Wednesday, 20 June 2018

Movie Review: Queen Of Katwe (2016)


A rags-to-prominence story, Queen Of Katwe is standard feel-good fare delivered with honest intentions.

Phiona (Madina Nalwanga) is a young girl living the Katwe slum of Kampala, Uganda. Her widowed mother Nakku (Lupita Nyong'o) is poor but principled and doing her best to raise Phiona and her many siblings the right way. One day Phiona stumbles into a ramshackle classroom where volunteer football coach Robert Katende (David Oyelowo) teaches chess to disadvantaged kids.

Phiona learns chess from scratch and displays a natural talent for the game. She emerges as the most talented of Katende's students, and he starts enrolling the kids in prestigious school chess tournaments, where they have to fight the stigma of being from the slums. Phiona continues to excel and international opportunities open up for her. But on the home front, Nakku's situation becomes dire when the family is evicted for non-payment of rent, Phiona's brother is involved in a motorcycle crash and her older sister falls in with the wrong crowd.

Produced by Disney, directed by Mira Nair and based on a true story, Queen Of Katwe continues the series of based-on-real-events Disney sports-themed films like 2015's McFarland and 2014's Million Dollar Arm. The premise of underprivileged youth finding their calling through an unlikely sports opportunity is an eternal and exhausted cliche, and Queen Of Katwe is essentially predictable from the opening credits to the closing scroll.

But at least Nair and writer William Wheeler do a few things right. The film is almost entirely set in Africa (there is a brief trip to a tournament in Russia), and Nair colours the movie with the bursting, earthy tones of the continent. There is no white saviour in sight, this being a story of black Africans helping black Africans. And for a Disney film, Queen Of Katwe does not shy away from portraying the squalor of the slums. Although the depictions of Phiona's world are still relatively sterilized, issues of homelessness, prostitution, the lack of basic civic infrastructure (like storm sewers) and rudimentary medical care make it to the screen.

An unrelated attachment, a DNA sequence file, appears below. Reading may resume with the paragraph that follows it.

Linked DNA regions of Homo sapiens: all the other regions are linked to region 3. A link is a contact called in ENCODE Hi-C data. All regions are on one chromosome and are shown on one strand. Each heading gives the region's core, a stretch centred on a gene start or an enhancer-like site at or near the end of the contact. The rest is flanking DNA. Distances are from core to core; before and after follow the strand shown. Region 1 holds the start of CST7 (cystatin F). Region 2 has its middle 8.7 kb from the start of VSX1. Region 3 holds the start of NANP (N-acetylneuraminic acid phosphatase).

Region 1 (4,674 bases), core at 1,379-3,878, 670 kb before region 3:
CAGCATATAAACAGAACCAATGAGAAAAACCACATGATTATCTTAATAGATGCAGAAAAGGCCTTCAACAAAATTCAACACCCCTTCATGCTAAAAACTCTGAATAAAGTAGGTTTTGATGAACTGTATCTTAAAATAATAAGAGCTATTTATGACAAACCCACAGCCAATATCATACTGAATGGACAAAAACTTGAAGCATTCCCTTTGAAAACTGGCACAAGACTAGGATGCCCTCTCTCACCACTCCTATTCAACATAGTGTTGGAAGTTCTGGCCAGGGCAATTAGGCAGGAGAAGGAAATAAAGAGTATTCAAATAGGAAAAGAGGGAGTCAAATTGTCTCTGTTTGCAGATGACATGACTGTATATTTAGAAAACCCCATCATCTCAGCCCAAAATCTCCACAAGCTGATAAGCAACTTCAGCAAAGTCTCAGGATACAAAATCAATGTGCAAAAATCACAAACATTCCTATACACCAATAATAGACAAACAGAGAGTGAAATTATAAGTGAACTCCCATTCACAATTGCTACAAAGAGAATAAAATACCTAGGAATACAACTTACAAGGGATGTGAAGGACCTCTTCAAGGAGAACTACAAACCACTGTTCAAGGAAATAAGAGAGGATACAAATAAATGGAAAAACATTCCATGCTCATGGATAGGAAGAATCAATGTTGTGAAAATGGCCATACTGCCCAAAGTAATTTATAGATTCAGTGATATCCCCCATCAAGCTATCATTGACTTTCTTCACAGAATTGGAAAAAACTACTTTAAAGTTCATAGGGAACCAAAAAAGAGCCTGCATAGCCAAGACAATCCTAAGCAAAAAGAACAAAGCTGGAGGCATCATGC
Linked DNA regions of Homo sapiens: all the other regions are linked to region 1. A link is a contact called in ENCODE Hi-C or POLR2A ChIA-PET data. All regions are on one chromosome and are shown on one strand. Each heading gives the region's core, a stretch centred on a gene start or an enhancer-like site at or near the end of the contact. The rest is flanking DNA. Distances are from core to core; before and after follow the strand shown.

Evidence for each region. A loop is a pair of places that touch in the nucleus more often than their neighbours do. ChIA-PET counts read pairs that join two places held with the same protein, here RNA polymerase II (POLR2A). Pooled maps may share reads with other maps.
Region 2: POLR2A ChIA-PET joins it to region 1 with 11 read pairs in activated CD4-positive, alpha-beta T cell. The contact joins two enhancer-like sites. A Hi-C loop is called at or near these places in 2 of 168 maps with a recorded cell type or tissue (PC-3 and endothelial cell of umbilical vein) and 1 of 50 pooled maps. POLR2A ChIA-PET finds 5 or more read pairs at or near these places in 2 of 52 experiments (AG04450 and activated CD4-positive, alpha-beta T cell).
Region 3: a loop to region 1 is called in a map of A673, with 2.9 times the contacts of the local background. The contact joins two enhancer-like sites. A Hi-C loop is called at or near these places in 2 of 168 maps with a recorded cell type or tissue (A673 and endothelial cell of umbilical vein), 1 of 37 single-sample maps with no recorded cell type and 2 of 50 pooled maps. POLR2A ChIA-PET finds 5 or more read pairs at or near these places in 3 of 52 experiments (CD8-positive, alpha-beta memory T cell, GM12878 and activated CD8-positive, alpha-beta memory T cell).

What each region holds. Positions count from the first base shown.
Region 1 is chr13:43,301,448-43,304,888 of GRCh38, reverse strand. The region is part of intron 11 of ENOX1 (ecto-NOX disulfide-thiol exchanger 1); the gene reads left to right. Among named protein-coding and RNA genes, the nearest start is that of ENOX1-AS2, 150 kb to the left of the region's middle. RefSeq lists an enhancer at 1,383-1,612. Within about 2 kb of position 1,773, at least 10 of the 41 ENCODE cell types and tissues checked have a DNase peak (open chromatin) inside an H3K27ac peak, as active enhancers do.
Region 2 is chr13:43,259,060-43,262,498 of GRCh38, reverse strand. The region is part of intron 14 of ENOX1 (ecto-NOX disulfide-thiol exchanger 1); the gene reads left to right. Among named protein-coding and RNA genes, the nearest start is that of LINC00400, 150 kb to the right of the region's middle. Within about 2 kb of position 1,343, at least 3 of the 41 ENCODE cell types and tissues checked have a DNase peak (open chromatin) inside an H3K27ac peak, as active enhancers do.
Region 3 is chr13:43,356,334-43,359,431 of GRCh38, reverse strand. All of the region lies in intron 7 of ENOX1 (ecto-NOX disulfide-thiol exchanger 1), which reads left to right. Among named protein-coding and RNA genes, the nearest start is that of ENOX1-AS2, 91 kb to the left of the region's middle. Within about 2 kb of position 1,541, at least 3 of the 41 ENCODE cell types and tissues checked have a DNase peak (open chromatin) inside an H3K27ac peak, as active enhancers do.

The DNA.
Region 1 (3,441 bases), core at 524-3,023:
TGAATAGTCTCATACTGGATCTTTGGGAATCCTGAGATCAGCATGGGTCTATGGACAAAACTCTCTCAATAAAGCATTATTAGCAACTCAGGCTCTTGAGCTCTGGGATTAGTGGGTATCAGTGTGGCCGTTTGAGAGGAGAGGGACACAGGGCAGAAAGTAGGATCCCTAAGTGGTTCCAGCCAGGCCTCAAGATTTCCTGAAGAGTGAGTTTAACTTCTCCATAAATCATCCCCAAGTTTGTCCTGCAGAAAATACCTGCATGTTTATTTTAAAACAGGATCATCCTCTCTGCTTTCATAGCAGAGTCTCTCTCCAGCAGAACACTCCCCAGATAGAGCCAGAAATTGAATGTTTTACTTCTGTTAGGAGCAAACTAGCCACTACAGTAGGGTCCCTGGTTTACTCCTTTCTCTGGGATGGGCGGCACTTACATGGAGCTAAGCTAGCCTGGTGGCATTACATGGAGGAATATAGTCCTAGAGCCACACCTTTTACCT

Also interesting is the tension that develops when Phiona is exposed to the potential for a better life through her travels and rubbing shoulders with kids from more fortunate backgrounds. She starts to resent her humble surroundings and a chasm opens between her and Nakku.

David Oyelowo and Lupita Nyong'o deliver earnest performances, Oyelowo more reserved and Nyong'o marginally overdoing the motherly anger bit. The rest of the cast is made up of unknowns and amateurs, newcomer Madina Nalwanga serviceable in the central role.

Queen Of Katwe is impossible not to like, and but as entertainment never deviates from lukewarm.






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1 comment:

  1. I'm in 99% agreement with this review. It's impossible to dislike, but hardly breaks any new ground. It's a nice time-passer for seasoned viewers, and slightly more important as another representation of diversity for younger viewers. The 1% I disagree with is I thought Nyong'o was perfect in her role.

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